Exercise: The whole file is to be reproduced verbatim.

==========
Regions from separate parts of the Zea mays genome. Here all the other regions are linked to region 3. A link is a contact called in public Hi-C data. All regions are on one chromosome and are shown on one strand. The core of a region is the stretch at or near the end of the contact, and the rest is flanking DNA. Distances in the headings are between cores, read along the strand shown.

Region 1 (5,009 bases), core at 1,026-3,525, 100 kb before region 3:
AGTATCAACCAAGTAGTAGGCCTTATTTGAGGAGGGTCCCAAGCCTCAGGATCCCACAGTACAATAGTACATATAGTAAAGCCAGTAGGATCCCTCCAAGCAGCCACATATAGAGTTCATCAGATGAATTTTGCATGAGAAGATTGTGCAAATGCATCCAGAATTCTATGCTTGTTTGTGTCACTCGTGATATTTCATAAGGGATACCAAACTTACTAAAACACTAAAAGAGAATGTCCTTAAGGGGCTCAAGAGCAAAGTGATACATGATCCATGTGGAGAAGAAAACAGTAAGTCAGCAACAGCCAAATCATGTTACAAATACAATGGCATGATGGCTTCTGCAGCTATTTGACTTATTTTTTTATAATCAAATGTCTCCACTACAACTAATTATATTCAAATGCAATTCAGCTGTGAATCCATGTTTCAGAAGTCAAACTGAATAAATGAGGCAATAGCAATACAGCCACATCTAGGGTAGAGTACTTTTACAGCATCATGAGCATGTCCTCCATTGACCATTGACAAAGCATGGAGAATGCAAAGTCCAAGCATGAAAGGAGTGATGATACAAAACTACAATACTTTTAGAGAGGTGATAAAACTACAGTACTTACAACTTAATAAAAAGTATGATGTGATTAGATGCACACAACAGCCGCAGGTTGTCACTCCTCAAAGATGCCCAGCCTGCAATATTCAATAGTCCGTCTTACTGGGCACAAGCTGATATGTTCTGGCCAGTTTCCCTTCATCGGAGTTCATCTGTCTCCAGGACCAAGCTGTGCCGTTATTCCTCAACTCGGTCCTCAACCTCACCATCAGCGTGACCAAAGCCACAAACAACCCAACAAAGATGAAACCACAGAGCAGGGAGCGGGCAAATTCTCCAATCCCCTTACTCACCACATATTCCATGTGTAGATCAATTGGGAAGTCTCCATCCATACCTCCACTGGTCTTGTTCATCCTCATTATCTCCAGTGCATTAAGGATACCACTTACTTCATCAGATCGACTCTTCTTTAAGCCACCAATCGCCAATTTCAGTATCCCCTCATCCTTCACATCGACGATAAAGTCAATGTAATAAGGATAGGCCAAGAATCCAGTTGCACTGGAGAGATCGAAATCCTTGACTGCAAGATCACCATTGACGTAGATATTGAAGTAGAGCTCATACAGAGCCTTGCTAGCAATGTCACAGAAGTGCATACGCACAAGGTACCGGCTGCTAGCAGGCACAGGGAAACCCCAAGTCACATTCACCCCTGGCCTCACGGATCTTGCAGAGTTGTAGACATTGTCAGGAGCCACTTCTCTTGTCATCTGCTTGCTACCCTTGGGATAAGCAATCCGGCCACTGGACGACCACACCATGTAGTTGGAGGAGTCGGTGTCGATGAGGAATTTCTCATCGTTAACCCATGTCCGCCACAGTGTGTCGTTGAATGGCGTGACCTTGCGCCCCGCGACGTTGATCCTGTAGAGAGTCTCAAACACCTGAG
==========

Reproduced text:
Regions from separate parts of the Zea mays genome. Here all the other regions are linked to region 3. A link is a contact called in public Hi-C data. All regions are on one chromosome and are shown on one strand. The core of a region is the stretch at or near the end of the contact, and the rest is flanking DNA. Distances in the headings are between cores, read along the strand shown.

Region 1 (5,009 bases), core at 1,026-3,525, 100 kb before region 3:
AGTATCAACCAAGTAGTAGGCCTTATTTGAGGAGGGTCCCAAGCCTCAGGATCCCACAGTACAATAGTACATATAGTAAAGCCAGTAGGATCCCTCCAAGCAGCCACATATAGAGTTCATCAGATGAATTTTGCATGAGAAGATTGTGCAAATGCATCCAGAATTCTATGCTTGTTTGTGTCACTCGTGATATTTCATAAGGGATACCAAACTTACTAAAACACTAAAAGAGAATGTCCTTAAGGGGCTCAAGAGCAAAGTGATACATGATCCATGTGGAGAAGAAAACAGTAAGTCAGCAACAGCCAAATCATGTTACAAATACAATGGCATGATGGCTTCTGCAGCTATTTGACTTATTTTTTTATAATCAAATGTCTCCACTACAACTAATTATATTCAAATGCAATTCAGCTGTGAATCCATGTTTCAGAAGTCAAACTGAATAAATGAGGCAATAGCAATACAGCCACATCTAGGGTAGAGTACTTTTACAGCATCATGAGCATGTCCTCCATTGACCATTGACAAAGCATGGAGAATGCAAAGTCCAAGCATGAAAGGAGTGATGATACAAAACTACAATACTTTTAGAGAGGTGATAAAACTACAGTACTTACAACTTAATAAAAAGTATGATGTGATTAGATGCACACAACAGCCGCAGGTTGTCACTCCTCAAAGATGCCCAGCCTGCAATATTCAATAGTCCGTCTTACTGGGCACAAGCTGATATGTTCTGGCCAGTTTCCCTTCATCGGAGTTCATCTGTCTCCAGGACCAAGCTGTGCCGTTATTCCTCAACTCGGTCCTCAACCTCACCATCAGCGTGACCAAAGCCACAAACAACCCAACAAAGATGAAACCACAGAGCAGGGAGCGGGCAAATTCTCCAATCCCCTTACTCACCACATATTCCATGTGTAGATCAATTGGGAAGTCTCCATCCATACCTCCACTGGTCTTGTTCATCCTCATTATCTCCAGTGCATTAAGGATACCACTTACTTCATCAGATCGACTCTTCTTTAAGCCACCAATCGCCAATTTCAGTATCCCCTCATCCTTCACATCGACGATAAAGTCAATGTAATAAGGATAGGCCAAGAATCCAGTTGCACTGGAGAGATCGAAATCCTTGACTGCAAGATCACCATTGACGTAGATATTGAAGTAGAGCTCATACAGAGCCTTGCTAGCAATGTCACAGAAGTGCATACGCACAAGGTACCGGCTGCTAGCAGGCACAGGGAAACCCCAAGTCACATTCACCCCTGGCCTCACGGATCTTGCAGAGTTGTAGACATTGTCAGGAGCCACTTCTCTTGTCATCTGCTTGCTACCCTTGGGATAAGCAATCCGGCCACTGGACGACCACACCATGTAGTTGGAGGAGTCGGTGTCGATGAGGAATTTCTCATCGTTAACCCATGTCCGCCACAGTGTGTCGTTGAATGGCGTGACCTTGCGCCCCGCGACGTTGATCCTGTAGAGAGTCTCAAACACCTGAG